5. More rare- dendritic or sensitized stainless steel corrosion from overheating the alloy during a welding process. The chromium in the alloy is lost and self protecting ability of the SS is lost. See photos below of a welded shaft strut made of a lower grade, (less chromium), SS- note the pitting and stress cracks near the weld. Welded SS tanks such as for waste water
must be watched carefully. Same for underwater welded SS hardware.
Dye penetrant process is used to find microscopic cracks in metal. It is a three part process. First, the metal part is degreased with a cleaner/solvent. A penetrating oily dye is then sprayed or applied to the area to be tested and allowed to set. The dye penetrates into the microscopic crack(s). The surface is then wiped to remove the extra dye. A developing white powder is then sprayed on and allowed to sit. The penetrating dye leaches back out of the crack(s) and stains the white powder red. Voila, there it is, a microscopic crack in what looked like a healthy Monel propeller shaft, which will inevitably fail. Dye penetrant testing is ma service provided by Turnstone Marine.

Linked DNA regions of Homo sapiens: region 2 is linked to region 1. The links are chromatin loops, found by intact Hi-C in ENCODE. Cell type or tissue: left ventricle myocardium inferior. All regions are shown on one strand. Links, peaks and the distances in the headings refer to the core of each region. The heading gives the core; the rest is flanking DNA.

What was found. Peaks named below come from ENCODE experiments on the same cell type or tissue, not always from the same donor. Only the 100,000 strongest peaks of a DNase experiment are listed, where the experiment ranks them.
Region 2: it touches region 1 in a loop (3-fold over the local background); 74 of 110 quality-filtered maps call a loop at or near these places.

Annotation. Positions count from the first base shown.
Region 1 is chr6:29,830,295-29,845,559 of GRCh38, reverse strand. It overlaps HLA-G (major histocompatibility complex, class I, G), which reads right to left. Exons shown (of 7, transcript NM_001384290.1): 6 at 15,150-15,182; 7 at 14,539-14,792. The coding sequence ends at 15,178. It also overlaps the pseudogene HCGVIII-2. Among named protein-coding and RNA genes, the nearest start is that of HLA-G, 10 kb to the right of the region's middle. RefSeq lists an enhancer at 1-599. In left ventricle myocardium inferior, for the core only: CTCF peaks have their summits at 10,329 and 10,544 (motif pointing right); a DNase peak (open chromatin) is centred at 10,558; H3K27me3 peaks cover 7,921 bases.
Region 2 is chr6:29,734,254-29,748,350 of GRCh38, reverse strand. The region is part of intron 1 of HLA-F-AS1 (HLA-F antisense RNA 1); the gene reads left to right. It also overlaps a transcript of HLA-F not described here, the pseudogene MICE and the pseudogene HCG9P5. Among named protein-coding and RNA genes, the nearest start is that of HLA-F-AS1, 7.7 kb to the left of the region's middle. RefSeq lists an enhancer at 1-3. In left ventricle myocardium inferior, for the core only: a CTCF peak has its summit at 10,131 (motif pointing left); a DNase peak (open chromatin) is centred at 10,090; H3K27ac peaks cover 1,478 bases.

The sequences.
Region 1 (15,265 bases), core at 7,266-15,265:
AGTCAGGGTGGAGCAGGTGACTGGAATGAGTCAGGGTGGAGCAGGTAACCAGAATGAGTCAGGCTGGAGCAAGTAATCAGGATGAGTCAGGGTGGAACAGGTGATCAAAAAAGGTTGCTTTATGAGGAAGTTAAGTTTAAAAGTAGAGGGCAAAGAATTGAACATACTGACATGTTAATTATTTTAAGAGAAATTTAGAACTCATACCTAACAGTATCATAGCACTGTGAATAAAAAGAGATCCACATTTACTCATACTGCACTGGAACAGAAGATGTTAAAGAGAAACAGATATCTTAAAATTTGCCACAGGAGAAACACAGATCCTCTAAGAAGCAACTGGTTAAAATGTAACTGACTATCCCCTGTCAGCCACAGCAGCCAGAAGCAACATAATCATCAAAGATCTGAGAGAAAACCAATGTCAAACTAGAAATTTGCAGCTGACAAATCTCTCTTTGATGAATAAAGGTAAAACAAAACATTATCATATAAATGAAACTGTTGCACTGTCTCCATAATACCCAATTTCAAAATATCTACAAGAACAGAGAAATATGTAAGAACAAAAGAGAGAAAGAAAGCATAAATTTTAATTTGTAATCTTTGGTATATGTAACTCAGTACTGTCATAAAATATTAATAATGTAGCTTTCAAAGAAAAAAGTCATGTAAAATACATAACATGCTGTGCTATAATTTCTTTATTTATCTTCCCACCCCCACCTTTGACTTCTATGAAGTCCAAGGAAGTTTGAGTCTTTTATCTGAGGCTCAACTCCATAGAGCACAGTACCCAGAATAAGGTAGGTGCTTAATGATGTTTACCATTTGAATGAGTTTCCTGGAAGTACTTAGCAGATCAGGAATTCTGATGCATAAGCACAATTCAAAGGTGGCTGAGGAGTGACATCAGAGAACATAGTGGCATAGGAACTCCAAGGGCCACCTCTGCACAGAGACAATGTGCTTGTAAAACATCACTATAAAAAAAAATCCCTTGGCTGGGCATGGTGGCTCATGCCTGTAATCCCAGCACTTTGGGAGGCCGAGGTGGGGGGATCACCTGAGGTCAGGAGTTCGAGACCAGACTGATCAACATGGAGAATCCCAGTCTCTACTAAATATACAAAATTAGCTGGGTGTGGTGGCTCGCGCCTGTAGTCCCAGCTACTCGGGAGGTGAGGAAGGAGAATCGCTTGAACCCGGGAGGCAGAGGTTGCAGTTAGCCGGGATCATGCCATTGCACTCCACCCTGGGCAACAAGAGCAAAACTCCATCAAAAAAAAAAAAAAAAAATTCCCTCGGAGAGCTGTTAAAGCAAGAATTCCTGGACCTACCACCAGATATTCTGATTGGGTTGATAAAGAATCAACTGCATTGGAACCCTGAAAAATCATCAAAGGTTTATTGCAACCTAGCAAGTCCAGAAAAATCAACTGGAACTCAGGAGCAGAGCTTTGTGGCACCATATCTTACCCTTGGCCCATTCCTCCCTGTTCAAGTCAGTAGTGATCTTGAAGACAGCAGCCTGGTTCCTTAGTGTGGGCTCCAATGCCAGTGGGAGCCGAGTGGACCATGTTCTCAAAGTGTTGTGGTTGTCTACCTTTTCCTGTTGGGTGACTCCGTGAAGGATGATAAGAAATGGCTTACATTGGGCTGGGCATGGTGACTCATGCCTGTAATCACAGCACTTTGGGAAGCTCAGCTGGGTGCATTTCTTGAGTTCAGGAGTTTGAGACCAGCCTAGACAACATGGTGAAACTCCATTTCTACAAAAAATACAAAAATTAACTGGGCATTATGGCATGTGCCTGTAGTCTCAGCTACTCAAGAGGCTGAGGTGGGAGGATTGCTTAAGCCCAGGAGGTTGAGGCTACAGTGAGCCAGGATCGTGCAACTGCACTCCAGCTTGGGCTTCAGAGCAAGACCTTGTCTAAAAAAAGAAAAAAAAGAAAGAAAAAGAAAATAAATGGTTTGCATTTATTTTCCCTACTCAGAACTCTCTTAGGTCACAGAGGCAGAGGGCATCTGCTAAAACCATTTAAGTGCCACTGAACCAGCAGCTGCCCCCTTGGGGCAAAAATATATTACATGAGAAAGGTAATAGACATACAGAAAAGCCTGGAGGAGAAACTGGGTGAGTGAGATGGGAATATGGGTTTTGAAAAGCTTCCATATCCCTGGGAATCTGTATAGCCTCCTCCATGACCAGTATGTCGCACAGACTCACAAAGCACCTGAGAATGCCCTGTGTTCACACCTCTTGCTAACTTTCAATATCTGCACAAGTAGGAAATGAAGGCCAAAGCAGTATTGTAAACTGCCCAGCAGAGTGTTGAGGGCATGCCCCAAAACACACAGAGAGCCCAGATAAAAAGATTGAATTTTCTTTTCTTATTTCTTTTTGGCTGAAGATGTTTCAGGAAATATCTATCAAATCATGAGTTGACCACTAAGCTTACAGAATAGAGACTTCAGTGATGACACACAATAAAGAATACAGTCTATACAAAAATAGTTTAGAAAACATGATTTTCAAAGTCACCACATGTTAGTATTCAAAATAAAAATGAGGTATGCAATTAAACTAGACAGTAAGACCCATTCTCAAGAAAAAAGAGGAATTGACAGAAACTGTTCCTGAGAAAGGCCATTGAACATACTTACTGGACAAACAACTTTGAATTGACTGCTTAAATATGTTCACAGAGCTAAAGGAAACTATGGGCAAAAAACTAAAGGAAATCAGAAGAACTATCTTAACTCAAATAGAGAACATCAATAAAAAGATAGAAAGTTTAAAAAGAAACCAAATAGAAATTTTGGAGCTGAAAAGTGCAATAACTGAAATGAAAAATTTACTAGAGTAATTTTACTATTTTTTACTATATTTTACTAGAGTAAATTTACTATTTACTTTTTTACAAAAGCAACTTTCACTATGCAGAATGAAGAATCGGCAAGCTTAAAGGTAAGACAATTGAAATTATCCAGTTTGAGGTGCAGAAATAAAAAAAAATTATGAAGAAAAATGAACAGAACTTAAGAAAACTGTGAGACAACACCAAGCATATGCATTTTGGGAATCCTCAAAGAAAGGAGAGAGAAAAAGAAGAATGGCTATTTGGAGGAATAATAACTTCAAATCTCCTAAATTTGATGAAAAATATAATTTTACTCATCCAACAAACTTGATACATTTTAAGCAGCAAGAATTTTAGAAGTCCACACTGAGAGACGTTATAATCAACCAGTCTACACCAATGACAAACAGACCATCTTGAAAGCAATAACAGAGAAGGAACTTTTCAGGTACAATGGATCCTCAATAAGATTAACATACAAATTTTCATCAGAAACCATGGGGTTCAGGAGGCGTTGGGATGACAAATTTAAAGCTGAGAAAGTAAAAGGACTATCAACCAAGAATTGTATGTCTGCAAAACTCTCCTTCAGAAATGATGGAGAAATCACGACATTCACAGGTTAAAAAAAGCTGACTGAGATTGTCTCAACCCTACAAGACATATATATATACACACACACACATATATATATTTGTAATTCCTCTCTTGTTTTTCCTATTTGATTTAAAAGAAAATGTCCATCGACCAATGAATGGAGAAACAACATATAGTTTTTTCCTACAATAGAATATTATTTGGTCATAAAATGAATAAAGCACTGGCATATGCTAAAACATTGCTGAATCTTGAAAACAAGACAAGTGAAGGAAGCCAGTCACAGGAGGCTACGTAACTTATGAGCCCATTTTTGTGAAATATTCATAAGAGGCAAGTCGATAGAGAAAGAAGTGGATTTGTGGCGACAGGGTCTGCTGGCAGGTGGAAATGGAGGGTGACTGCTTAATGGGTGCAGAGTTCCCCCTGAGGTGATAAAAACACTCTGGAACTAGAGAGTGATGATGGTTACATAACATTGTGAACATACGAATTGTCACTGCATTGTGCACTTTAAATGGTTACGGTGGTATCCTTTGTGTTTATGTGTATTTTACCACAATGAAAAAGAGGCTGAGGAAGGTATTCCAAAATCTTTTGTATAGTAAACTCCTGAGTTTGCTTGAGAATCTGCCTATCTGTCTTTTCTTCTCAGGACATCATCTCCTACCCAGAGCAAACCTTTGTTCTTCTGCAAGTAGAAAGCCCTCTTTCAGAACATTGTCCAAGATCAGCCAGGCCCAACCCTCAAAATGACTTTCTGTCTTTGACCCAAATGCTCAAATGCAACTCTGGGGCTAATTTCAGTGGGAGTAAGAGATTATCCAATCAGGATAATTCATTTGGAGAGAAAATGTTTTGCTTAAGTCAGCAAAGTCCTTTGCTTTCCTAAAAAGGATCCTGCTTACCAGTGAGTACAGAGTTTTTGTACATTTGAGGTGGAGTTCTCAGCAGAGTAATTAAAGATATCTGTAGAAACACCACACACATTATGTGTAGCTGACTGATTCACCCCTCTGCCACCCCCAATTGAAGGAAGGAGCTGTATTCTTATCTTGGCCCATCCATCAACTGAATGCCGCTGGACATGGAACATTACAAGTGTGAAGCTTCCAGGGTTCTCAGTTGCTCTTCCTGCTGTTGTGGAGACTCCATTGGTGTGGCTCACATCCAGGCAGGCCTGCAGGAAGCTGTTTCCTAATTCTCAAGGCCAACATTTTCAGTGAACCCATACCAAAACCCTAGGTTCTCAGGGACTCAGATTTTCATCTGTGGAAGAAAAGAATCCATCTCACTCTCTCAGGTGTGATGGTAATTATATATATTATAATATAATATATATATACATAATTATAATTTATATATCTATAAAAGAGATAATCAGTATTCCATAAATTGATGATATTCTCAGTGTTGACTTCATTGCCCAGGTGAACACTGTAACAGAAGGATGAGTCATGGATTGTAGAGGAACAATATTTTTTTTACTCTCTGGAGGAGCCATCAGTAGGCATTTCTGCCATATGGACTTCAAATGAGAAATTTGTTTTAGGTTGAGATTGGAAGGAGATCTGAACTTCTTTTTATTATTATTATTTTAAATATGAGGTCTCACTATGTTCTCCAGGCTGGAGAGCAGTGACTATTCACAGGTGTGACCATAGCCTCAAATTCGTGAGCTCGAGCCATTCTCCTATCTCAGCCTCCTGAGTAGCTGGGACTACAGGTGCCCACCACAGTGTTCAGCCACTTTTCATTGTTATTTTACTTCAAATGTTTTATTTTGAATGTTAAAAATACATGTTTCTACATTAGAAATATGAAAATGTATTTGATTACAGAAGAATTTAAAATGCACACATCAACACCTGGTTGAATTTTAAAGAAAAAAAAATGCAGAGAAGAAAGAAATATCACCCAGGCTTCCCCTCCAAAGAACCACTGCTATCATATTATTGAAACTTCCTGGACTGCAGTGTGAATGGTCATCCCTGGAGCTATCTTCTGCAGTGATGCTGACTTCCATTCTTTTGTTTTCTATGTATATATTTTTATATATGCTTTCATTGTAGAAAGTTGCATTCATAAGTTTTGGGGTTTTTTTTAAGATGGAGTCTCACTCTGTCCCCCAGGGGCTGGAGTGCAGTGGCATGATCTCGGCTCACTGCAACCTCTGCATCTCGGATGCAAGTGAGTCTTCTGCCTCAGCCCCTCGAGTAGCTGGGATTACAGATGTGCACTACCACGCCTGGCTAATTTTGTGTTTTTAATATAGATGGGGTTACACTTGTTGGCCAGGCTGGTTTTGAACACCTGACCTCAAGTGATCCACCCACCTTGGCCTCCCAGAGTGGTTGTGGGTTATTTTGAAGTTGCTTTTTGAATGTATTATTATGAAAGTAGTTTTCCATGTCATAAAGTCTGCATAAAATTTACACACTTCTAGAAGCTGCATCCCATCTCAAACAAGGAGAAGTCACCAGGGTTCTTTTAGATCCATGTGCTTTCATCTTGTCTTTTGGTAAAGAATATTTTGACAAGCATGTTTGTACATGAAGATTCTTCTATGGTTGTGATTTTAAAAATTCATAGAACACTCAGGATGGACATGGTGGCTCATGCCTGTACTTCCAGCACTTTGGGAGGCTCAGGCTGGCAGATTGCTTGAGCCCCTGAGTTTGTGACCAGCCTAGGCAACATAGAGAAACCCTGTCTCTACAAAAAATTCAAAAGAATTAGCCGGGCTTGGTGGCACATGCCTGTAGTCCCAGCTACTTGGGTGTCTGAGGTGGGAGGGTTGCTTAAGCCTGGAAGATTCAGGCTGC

When installed and used properly, it’s a great fuel for heat and cooking. There are many CFRs and recommendations written by the ABYC and NFPA pertinent to installation and use of propane and CNG, and it is something I am very aware of while surveying a vessel. If it isn’t right, these problems are written as “Type A” infractions that have to be corrected before the vessel can next leave the dock. LP is heavier than air, settles in bilges and should never be used on a vessel without “sniffer” alarms! The owner of the 40′ Irwin shown below ignored the smell of gas in the cabin and turned on his laptop computer. He later succumbed to his injuries.
If in the hull molding process, a void or particle of dirt or whatever was formed under the gel coat, eventually, water will osmose through the gel coat at that spot. The water reacts with the resin and forms glycol and acids, which slowly dissolve the plastics. The formed molecule is larger than the water molecule and is now trapped behind the gel coat. This causes a swelling (1/2 to several inches) outward of the gel coat like a pimple. That’s a blister. As the blister grows it eventually leaches into the glass cloth and causes delamination below the water line. A few blisters is usually not a problem, but large blisters and/or blistering of most of the wetted surface requires a grinding back of the gelcoat then a long drying process (months) then an application of a moisture barrier system and reapplication of the anti-fouling paint. Definitely desirable in southern climates where boats spend more time in the water and